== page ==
By the time you read this, a unique hotel will have opened in Newcastle.
At every turn, it will remind visitors that this region was once a world-leading maritime centre - in fact it still is, when you consider the marine insurers thriving in Newcastle and Sunderland. Simultaneously, the hotel will consciously aim to raise its visitors’ knowledge and appreciation of wine. Newcastle’s new Hotel du Vin occupies what was an Edwardian-built maintenance depot and store for the Tyne Tees Steam Shipping Company.
The 100-year-old building overlooking the Tyne has been extensively renovated and refurbished, but it retains the character given to it by its first owner, a firm which was established in 1864.
Robert Cook, chief executive of the Malmaison and Hotel du Vin group, has no anxieties about its appeal.
“Frankly, I think this is the best Hotel du Vin we have done yet,” he says, going on to explain that there will be 14 carrying the name in England and Scotland by the end of 2008.
Throughout its 13 years, the group has been rescuing old buildings for hotel conversions: a former eye hospital in Birmingham, an old brewery in Henley, a one-time mental asylum in Edinburgh, a former mansion house in Poole, a disused sugar warehouse in Bristol.
Now it’s the turn of Allan House on Newcastle’s City Road, close to the former Tyne Tees TV studios.
It has 42 guest rooms and will be the biggest Hotel du Vin in the country.
Cook says they are all individuals, but why a building just five minutes’ walk from the group’s Malmaison, where he was the first general manager 11 years ago? “I knew about this building from my days at the Malmaison and to be honest, I always fancied doing it privately for myself.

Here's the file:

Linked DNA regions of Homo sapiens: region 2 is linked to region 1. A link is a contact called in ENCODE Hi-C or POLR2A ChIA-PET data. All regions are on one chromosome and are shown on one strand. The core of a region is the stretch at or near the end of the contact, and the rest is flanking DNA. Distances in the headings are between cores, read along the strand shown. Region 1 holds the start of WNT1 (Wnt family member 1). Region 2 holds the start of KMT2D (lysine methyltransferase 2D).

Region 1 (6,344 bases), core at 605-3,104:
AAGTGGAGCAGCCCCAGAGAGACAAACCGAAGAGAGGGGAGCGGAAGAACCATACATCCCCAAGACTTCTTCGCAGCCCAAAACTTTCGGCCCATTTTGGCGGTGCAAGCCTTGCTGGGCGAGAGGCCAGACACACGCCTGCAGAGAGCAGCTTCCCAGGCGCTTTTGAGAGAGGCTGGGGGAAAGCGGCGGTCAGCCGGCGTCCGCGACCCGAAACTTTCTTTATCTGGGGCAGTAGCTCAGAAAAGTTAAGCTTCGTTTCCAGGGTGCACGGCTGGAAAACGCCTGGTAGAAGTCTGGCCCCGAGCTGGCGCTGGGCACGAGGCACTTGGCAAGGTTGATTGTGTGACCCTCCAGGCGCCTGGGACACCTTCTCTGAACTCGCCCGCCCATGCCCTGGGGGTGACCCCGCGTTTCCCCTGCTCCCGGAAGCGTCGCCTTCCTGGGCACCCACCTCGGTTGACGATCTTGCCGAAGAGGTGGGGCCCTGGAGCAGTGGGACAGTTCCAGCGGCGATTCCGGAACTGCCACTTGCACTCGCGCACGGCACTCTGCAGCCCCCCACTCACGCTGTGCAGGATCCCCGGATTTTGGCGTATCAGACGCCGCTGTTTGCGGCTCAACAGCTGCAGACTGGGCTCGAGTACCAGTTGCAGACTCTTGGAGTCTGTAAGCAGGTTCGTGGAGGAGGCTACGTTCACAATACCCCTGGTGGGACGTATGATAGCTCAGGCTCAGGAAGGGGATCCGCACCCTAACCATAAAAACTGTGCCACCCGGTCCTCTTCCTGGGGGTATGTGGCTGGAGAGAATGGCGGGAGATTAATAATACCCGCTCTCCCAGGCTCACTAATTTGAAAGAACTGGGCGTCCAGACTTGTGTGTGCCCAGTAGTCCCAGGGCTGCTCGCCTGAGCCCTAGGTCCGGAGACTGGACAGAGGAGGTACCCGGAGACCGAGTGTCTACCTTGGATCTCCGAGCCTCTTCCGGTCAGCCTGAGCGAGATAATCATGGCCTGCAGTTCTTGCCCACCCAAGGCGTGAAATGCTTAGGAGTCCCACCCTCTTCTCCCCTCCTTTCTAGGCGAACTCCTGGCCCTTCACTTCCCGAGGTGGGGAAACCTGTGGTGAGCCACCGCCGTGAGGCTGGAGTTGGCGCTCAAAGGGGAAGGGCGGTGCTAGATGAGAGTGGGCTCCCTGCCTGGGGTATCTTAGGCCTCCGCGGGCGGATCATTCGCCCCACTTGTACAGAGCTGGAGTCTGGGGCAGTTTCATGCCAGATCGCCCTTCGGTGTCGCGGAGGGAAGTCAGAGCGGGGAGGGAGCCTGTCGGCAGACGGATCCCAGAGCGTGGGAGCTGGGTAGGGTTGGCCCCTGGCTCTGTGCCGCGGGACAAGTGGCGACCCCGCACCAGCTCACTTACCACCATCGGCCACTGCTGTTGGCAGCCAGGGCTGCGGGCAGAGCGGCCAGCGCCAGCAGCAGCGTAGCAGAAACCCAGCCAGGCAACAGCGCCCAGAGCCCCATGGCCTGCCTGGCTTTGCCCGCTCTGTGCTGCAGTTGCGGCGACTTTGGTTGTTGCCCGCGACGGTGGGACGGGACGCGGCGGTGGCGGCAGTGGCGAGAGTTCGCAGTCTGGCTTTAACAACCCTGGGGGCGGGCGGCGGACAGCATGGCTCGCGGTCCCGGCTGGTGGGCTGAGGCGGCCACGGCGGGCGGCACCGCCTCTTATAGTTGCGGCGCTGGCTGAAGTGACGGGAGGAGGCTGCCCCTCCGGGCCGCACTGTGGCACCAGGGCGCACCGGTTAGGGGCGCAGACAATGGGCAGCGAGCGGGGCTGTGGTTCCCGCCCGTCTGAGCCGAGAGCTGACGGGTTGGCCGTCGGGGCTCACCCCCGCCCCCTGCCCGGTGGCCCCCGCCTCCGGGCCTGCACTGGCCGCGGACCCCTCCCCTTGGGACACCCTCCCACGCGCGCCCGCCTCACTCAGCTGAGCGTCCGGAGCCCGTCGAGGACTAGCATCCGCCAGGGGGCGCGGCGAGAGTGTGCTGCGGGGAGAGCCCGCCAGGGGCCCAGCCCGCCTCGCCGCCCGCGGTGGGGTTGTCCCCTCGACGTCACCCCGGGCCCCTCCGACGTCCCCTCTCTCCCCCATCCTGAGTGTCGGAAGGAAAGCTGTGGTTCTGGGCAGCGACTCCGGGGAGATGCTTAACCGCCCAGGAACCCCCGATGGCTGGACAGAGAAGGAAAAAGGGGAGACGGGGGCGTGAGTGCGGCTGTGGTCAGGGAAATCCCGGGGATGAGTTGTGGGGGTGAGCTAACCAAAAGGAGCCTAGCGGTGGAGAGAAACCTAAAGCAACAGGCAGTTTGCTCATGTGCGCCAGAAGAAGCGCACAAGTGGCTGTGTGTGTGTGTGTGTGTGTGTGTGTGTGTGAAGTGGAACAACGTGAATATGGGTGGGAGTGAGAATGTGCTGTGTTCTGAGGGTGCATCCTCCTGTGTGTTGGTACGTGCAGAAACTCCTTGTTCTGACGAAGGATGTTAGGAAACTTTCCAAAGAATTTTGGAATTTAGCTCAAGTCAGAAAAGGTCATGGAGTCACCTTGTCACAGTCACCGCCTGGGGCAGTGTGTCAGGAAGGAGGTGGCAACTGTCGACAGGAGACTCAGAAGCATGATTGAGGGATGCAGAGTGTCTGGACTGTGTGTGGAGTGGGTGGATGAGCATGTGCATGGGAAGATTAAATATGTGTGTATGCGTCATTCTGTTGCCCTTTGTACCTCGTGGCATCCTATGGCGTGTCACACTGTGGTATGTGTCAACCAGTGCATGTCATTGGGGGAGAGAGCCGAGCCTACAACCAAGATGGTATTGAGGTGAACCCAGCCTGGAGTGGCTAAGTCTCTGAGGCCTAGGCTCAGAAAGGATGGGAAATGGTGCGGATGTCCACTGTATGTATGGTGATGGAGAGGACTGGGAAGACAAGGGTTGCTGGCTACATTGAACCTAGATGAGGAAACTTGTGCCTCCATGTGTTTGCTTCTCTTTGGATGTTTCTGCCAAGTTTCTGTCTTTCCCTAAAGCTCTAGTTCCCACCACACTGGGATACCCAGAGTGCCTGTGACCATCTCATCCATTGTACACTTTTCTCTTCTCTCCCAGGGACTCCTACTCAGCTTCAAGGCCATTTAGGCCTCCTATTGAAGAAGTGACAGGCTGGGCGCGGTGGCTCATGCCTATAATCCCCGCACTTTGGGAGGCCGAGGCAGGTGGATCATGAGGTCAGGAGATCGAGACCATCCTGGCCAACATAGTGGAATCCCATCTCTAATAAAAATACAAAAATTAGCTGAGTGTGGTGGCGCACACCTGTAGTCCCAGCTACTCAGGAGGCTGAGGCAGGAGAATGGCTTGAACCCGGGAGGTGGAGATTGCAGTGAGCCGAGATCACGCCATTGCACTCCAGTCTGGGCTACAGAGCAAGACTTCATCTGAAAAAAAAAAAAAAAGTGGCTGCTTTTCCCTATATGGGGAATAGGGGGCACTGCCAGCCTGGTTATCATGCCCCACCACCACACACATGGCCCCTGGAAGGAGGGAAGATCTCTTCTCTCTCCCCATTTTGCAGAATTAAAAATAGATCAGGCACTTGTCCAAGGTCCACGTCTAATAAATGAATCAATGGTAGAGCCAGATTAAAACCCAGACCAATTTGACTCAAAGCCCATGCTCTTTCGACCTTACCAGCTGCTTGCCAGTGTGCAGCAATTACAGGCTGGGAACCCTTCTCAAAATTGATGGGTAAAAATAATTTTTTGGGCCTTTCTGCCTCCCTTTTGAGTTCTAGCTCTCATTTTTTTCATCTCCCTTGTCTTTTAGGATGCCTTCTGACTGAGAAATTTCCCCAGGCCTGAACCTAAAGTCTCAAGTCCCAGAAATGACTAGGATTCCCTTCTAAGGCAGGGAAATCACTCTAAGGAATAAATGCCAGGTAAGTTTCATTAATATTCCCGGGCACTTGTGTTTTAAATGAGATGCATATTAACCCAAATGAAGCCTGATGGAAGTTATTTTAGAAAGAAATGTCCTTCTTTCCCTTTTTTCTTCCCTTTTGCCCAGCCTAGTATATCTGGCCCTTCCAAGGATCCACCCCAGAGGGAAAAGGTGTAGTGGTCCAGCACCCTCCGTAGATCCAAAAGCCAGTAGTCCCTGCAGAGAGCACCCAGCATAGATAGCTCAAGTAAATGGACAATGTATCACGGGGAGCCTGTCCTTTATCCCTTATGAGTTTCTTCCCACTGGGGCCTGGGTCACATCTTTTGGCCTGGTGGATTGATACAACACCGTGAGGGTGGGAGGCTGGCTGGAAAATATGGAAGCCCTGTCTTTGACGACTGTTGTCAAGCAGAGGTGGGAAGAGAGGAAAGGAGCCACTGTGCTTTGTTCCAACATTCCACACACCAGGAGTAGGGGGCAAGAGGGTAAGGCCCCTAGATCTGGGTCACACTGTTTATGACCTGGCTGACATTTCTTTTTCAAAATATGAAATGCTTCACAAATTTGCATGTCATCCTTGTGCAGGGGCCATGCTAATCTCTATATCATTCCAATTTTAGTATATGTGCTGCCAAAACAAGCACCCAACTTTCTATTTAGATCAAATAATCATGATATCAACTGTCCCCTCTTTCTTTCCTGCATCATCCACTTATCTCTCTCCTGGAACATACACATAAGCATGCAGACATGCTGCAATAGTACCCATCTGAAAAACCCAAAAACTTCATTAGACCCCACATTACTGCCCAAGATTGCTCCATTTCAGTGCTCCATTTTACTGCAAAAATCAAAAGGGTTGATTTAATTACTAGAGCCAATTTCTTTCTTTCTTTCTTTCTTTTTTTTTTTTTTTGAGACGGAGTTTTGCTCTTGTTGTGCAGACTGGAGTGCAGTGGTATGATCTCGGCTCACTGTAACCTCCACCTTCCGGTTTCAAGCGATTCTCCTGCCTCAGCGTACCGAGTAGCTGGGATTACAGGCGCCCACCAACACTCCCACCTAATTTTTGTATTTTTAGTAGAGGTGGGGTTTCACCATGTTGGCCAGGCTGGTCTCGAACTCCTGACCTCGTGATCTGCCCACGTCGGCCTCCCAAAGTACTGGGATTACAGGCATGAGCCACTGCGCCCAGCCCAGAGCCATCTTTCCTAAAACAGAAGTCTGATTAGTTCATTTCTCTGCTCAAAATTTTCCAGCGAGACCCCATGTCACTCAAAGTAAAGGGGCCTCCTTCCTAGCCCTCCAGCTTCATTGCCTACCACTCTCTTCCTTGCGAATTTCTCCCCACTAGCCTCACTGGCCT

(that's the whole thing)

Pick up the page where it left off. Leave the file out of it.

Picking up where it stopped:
I was a general manager then though, and didn’t realise I’d get to the giddy heights of being the group chief executive.
“When I got board approval to look for a second building in Newcastle, I felt this place could make something really smart.
Newcastle’s Malmaison has been one of the most successful of that brand and I think this city is still lacking quality hotel rooms.
“Had the building allowed, I would have given Malmaison an extension, adding perhaps 50 bedrooms to the existing 122, so it’s sensible for us to provide rooms here.
Also, we’re giving the city a bistro restaurant of considerable character with a huge wine list.” The open-air eating area in the horseshoe courtyard will be well used, he says.
“Al fresco eating is enjoyable and, contrary to popular belief, apart from the pouring rain today, you do get pleasant weather in Newcastle.” He says this with authority, for despite his gruelling week-day travels visiting hotels throughout the country, weekends are spent at home in Eglingham, Northumberland, with his wife Debbie and one-year-old son Andrew.